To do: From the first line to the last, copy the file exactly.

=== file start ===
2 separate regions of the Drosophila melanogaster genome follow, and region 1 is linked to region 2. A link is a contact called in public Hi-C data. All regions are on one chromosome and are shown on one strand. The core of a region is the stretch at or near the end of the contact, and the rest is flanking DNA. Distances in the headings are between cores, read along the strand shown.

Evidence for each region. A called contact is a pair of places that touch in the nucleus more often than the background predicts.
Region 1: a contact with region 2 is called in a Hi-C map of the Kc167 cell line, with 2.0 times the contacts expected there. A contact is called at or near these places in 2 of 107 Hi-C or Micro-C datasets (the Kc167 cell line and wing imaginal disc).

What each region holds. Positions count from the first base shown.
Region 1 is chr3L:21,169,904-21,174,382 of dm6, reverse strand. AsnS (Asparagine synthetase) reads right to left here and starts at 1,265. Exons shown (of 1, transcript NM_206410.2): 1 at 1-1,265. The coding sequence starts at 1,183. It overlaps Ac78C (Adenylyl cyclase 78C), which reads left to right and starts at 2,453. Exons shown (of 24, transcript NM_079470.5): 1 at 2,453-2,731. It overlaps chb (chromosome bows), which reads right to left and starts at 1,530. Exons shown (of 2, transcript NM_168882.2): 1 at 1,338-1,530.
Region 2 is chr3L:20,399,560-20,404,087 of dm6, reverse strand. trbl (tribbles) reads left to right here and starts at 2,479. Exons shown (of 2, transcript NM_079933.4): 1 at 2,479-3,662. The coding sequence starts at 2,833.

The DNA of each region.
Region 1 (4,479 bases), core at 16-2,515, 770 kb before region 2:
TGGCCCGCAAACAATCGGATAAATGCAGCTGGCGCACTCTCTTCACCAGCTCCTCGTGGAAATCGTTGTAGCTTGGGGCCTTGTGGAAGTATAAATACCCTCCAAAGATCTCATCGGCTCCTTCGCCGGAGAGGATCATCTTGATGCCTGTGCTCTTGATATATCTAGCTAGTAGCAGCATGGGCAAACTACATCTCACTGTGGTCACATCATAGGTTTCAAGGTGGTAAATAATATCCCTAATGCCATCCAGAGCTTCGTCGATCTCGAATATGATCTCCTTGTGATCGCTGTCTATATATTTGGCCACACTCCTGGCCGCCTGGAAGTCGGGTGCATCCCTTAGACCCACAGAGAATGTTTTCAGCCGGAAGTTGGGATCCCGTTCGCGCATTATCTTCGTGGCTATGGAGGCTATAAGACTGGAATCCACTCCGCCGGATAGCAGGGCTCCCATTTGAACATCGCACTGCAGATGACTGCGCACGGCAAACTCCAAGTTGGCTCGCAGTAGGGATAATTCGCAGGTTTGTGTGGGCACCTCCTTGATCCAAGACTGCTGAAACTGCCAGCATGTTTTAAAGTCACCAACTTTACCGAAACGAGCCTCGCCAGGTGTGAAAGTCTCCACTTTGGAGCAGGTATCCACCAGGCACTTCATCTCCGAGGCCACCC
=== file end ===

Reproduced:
2 separate regions of the Drosophila melanogaster genome follow, and region 1 is linked to region 2. A link is a contact called in public Hi-C data. All regions are on one chromosome and are shown on one strand. The core of a region is the stretch at or near the end of the contact, and the rest is flanking DNA. Distances in the headings are between cores, read along the strand shown.

Evidence for each region. A called contact is a pair of places that touch in the nucleus more often than the background predicts.
Region 1: a contact with region 2 is called in a Hi-C map of the Kc167 cell line, with 2.0 times the contacts expected there. A contact is called at or near these places in 2 of 107 Hi-C or Micro-C datasets (the Kc167 cell line and wing imaginal disc).

What each region holds. Positions count from the first base shown.
Region 1 is chr3L:21,169,904-21,174,382 of dm6, reverse strand. AsnS (Asparagine synthetase) reads right to left here and starts at 1,265. Exons shown (of 1, transcript NM_206410.2): 1 at 1-1,265. The coding sequence starts at 1,183. It overlaps Ac78C (Adenylyl cyclase 78C), which reads left to right and starts at 2,453. Exons shown (of 24, transcript NM_079470.5): 1 at 2,453-2,731. It overlaps chb (chromosome bows), which reads right to left and starts at 1,530. Exons shown (of 2, transcript NM_168882.2): 1 at 1,338-1,530.
Region 2 is chr3L:20,399,560-20,404,087 of dm6, reverse strand. trbl (tribbles) reads left to right here and starts at 2,479. Exons shown (of 2, transcript NM_079933.4): 1 at 2,479-3,662. The coding sequence starts at 2,833.

The DNA of each region.
Region 1 (4,479 bases), core at 16-2,515, 770 kb before region 2:
TGGCCCGCAAACAATCGGATAAATGCAGCTGGCGCACTCTCTTCACCAGCTCCTCGTGGAAATCGTTGTAGCTTGGGGCCTTGTGGAAGTATAAATACCCTCCAAAGATCTCATCGGCTCCTTCGCCGGAGAGGATCATCTTGATGCCTGTGCTCTTGATATATCTAGCTAGTAGCAGCATGGGCAAACTACATCTCACTGTGGTCACATCATAGGTTTCAAGGTGGTAAATAATATCCCTAATGCCATCCAGAGCTTCGTCGATCTCGAATATGATCTCCTTGTGATCGCTGTCTATATATTTGGCCACACTCCTGGCCGCCTGGAAGTCGGGTGCATCCCTTAGACCCACAGAGAATGTTTTCAGCCGGAAGTTGGGATCCCGTTCGCGCATTATCTTCGTGGCTATGGAGGCTATAAGACTGGAATCCACTCCGCCGGATAGCAGGGCTCCCATTTGAACATCGCACTGCAGATGACTGCGCACGGCAAACTCCAAGTTGGCTCGCAGTAGGGATAATTCGCAGGTTTGTGTGGGCACCTCCTTGATCCAAGACTGCTGAAACTGCCAGCATGTTTTAAAGTCACCAACTTTACCGAAACGAGCCTCGCCAGGTGTGAAAGTCTCCACTTTGGAGCAGGTATCCACCAGGCACTTCATCTCCGAGGCCACCC